Recovering bodily autonomy for people with disabilities in Kazakhstan

NUR-SULTAN Kazakhstan – “All women, regardless of their disability, have the right to decide whether they want to have a child, how many children and how often,” said Lyazzat Kaltayeva, president of the Shyrak Association of Women with Disabilities in Kazakhstan.

Yet this right is regularly violated and these violations are seldom reported. Recent studies show that only 0.5 percent of all women with disabilities in Kazakhstan become mothers, and their abortion rates are 8 times higher than those without disabilities. These numbers are believed to reflect serious barriers to sexual and reproductive health services and information, which may be due to physical barriers, not being supported in communicating their needs, or being unable to communicate with others. ignorance of their own fundamental rights.

Another contributing factor is the lack of information that women and girls with disabilities receive about family planning or how to protect themselves from an unwanted pregnancy, for example, because society perceives them as incapable of making their own. own choices. Women with intellectual disabilities in particular are often told not to have children, and many are subjected to forced sterilization, abortion or the use of contraceptives against their will.

Actors of change in disability and gender equality

In an effort to correct these dire statistics, the Shyrak Association has partnered with UNFPA to help women and youth with disabilities in Kazakhstan freely decide if, when and how many children to have.

Educational material accessible in formats such as braille, audio and with sign language interpretation ensures that their rights are clearly communicated and that options for essential services are available.

Trainers from the Shyrak association give a course on sexual and reproductive health and rights to young people with disabilities. © UNFPA / Kazakhstan

The Shyrak association has also launched a new school for independent living project that trains young people in reproductive rights and health. Speaking of the changes she sees happening, Ms Kaltayeva said: “We see how attitudes are changing, with an awareness of the rights of people with disabilities and their own responsibility for their lives and the health of their offspring. The graduates of our schools have since become parents and created their own thriving family units. “

Shyrak’s initiatives firmly place bodily autonomy at the center of their mission, combating sexual and gender-based violence and promoting the human rights of women with disabilities to make their own decisions about their bodies, health and motherhood.

Highly vulnerable to isolation, stigma and prejudice, girls and boys with disabilities around the world are up to three times more likely to experience physical, sexual and emotional violence, with girls being the most at risk. Young women and girls with disabilities have the least access to prevention, intervention and support services, making them even more vulnerable to sexual abuse and unwanted pregnancies.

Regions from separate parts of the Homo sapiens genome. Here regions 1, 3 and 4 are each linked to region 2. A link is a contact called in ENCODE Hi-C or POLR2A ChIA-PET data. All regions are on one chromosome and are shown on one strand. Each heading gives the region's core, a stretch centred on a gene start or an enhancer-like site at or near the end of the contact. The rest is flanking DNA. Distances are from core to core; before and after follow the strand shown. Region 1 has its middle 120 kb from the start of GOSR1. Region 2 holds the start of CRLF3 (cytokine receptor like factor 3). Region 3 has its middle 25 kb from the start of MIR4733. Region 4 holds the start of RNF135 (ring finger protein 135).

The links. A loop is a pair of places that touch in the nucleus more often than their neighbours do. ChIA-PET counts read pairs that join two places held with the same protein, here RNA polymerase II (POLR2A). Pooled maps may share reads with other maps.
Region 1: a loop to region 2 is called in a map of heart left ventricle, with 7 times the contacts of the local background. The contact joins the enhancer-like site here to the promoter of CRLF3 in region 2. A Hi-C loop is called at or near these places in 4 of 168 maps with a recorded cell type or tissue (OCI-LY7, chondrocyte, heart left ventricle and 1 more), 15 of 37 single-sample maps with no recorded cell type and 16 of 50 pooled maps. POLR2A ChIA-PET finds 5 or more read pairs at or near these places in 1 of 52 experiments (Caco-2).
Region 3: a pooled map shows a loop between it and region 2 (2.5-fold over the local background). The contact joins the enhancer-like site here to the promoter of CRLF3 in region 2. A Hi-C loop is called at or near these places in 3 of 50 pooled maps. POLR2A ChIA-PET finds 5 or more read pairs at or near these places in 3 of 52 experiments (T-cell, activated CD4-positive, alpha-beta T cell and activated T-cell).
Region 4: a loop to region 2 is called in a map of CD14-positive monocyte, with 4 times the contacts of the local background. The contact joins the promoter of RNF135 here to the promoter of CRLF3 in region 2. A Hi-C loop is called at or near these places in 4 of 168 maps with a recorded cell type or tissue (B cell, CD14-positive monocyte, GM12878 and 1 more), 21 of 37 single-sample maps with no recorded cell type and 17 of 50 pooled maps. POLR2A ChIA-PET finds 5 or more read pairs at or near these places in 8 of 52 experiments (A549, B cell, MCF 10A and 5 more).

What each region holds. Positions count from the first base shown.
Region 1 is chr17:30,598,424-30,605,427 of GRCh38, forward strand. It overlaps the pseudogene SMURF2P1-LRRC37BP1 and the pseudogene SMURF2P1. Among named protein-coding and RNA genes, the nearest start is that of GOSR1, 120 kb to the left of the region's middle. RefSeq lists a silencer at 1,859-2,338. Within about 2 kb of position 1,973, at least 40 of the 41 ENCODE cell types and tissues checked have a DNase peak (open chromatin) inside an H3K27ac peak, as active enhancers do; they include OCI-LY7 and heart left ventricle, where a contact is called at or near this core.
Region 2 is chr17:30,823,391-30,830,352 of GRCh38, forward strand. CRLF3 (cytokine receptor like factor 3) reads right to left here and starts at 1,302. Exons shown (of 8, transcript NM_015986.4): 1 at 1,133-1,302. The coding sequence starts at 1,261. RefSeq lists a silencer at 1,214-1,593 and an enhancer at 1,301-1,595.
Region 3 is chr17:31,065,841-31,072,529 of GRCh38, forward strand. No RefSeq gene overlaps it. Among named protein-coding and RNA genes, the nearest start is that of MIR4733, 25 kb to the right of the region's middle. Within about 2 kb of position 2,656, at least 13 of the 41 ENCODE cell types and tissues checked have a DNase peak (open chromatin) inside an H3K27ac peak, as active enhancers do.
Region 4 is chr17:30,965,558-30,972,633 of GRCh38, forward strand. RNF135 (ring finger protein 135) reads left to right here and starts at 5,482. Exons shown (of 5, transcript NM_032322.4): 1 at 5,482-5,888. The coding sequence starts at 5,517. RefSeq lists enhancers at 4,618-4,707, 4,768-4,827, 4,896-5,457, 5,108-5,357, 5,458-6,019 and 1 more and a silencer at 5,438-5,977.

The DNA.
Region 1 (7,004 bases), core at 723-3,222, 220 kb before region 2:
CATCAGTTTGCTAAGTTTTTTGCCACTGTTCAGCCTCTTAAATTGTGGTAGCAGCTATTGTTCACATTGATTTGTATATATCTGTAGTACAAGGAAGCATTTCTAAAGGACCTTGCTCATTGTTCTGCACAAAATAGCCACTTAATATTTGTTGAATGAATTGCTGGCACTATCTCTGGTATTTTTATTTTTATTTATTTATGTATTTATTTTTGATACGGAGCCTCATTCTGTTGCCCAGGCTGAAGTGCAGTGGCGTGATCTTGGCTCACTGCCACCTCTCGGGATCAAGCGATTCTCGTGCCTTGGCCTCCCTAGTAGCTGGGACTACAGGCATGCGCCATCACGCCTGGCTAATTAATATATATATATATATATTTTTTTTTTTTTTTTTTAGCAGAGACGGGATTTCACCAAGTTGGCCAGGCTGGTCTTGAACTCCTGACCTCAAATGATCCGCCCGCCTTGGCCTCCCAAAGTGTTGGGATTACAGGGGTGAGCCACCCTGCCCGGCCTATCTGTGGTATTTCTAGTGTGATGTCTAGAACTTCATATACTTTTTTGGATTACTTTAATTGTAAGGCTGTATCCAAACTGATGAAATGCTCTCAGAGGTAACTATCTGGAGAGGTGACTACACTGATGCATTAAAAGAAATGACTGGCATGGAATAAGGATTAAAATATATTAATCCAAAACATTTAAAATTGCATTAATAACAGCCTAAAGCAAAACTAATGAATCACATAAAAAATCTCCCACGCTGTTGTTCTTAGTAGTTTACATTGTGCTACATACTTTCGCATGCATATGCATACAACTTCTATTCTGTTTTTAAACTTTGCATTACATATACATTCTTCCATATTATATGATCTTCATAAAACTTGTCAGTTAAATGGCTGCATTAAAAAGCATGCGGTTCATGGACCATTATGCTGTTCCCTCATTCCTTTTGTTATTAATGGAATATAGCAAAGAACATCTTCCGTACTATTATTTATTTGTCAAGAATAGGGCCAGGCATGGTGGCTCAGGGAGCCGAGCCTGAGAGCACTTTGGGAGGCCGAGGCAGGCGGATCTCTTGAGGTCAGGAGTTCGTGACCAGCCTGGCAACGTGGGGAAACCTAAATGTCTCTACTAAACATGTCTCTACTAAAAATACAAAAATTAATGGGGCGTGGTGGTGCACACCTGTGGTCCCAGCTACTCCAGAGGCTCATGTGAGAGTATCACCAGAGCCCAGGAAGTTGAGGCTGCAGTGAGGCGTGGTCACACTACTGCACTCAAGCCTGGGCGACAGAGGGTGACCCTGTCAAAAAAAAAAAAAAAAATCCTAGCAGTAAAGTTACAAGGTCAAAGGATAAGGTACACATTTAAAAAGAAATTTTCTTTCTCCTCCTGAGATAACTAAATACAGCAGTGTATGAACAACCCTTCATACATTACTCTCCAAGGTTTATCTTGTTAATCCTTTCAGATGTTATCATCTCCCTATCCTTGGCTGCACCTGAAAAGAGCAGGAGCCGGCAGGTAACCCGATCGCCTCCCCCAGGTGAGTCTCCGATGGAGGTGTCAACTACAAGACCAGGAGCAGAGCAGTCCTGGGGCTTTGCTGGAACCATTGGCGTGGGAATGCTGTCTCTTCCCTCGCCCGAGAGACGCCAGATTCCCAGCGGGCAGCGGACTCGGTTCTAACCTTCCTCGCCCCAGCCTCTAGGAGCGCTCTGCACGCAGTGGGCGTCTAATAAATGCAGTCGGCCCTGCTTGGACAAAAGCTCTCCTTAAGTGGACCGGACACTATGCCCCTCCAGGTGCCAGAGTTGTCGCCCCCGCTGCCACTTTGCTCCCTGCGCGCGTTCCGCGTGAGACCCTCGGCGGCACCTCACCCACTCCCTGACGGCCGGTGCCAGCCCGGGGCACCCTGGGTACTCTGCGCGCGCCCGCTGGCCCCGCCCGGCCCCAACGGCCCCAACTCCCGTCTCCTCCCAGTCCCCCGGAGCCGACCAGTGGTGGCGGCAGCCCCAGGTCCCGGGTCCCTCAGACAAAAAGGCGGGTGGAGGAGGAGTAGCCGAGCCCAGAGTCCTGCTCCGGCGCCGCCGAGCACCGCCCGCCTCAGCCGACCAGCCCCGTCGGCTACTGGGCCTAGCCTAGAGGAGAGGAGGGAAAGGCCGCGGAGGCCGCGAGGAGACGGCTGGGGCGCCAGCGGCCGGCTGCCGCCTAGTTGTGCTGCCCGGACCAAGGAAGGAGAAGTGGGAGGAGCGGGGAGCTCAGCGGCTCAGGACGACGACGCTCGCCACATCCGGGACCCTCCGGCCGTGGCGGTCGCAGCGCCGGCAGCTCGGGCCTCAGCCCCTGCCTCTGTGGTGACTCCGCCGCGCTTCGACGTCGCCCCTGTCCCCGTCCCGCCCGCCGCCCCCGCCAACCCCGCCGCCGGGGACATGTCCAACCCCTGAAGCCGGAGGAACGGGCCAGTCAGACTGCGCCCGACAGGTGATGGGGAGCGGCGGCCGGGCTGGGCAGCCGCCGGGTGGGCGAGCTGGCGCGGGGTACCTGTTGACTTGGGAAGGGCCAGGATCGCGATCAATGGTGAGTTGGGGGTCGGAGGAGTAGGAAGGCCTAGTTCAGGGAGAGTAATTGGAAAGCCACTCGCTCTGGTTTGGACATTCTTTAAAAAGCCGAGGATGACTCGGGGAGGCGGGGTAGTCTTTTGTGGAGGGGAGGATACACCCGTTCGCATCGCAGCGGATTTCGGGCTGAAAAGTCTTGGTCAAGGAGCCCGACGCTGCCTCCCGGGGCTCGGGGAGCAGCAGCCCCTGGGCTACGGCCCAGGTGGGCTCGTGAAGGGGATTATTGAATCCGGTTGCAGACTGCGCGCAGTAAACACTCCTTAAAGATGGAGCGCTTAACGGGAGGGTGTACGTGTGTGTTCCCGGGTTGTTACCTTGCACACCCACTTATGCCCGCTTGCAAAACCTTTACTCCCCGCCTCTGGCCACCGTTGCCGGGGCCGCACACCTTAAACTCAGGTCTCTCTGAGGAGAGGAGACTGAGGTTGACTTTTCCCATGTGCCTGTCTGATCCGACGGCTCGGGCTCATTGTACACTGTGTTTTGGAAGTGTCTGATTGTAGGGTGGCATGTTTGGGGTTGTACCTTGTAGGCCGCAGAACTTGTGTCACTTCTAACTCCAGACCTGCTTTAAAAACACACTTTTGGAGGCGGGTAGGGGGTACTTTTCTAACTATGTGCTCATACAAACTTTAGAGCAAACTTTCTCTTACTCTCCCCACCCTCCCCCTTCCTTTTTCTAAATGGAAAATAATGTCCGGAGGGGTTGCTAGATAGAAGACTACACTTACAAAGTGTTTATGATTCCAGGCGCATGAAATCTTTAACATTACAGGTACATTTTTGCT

“We regularly see people discriminated against because of their disability and their gender. They have little or no control over their own lives or over decisions about their sexual and reproductive rights – these decisions are made by other people, by family members or by medical staff, ”Ms. Kaltayeva, who believes that the collaboration between the association Shyrak and UNFPA will make valuable progress in the fight against this injustice.

A happy couple with baby
Graduates of the School for Independent Living project. © UNFPA / Kazakhstan

Your body, your health, your choice

The pandemic has exacerbated gender inequalities, gender discrimination and gender-based violence, including for women and girls with disabilities. Under these conditions, protective measures and information on sexual health are needed more than ever.

“There is always a demand for this type of information, said Saltanat Tleukenova, librarian at the Republican Library for the Visually Impaired. “Due to the lockdown, we are allocating two hours per reader. We already have people lining up to read the braille book on reproductive health and rights. Even I found a lot of useful information in the post for myself.

December 3 is recognized as the International Day of Persons with Disabilities. For UNFPA, this is an opportunity to raise awareness of the rights of all to access sexual and reproductive health services and information, and to live free from violence and discrimination in all spaces.

Society and decision-makers must recognize that people with disabilities have the same rights as everyone else, ”Ms. Kaltayeva stressed. “Their voices deserve to be heard.


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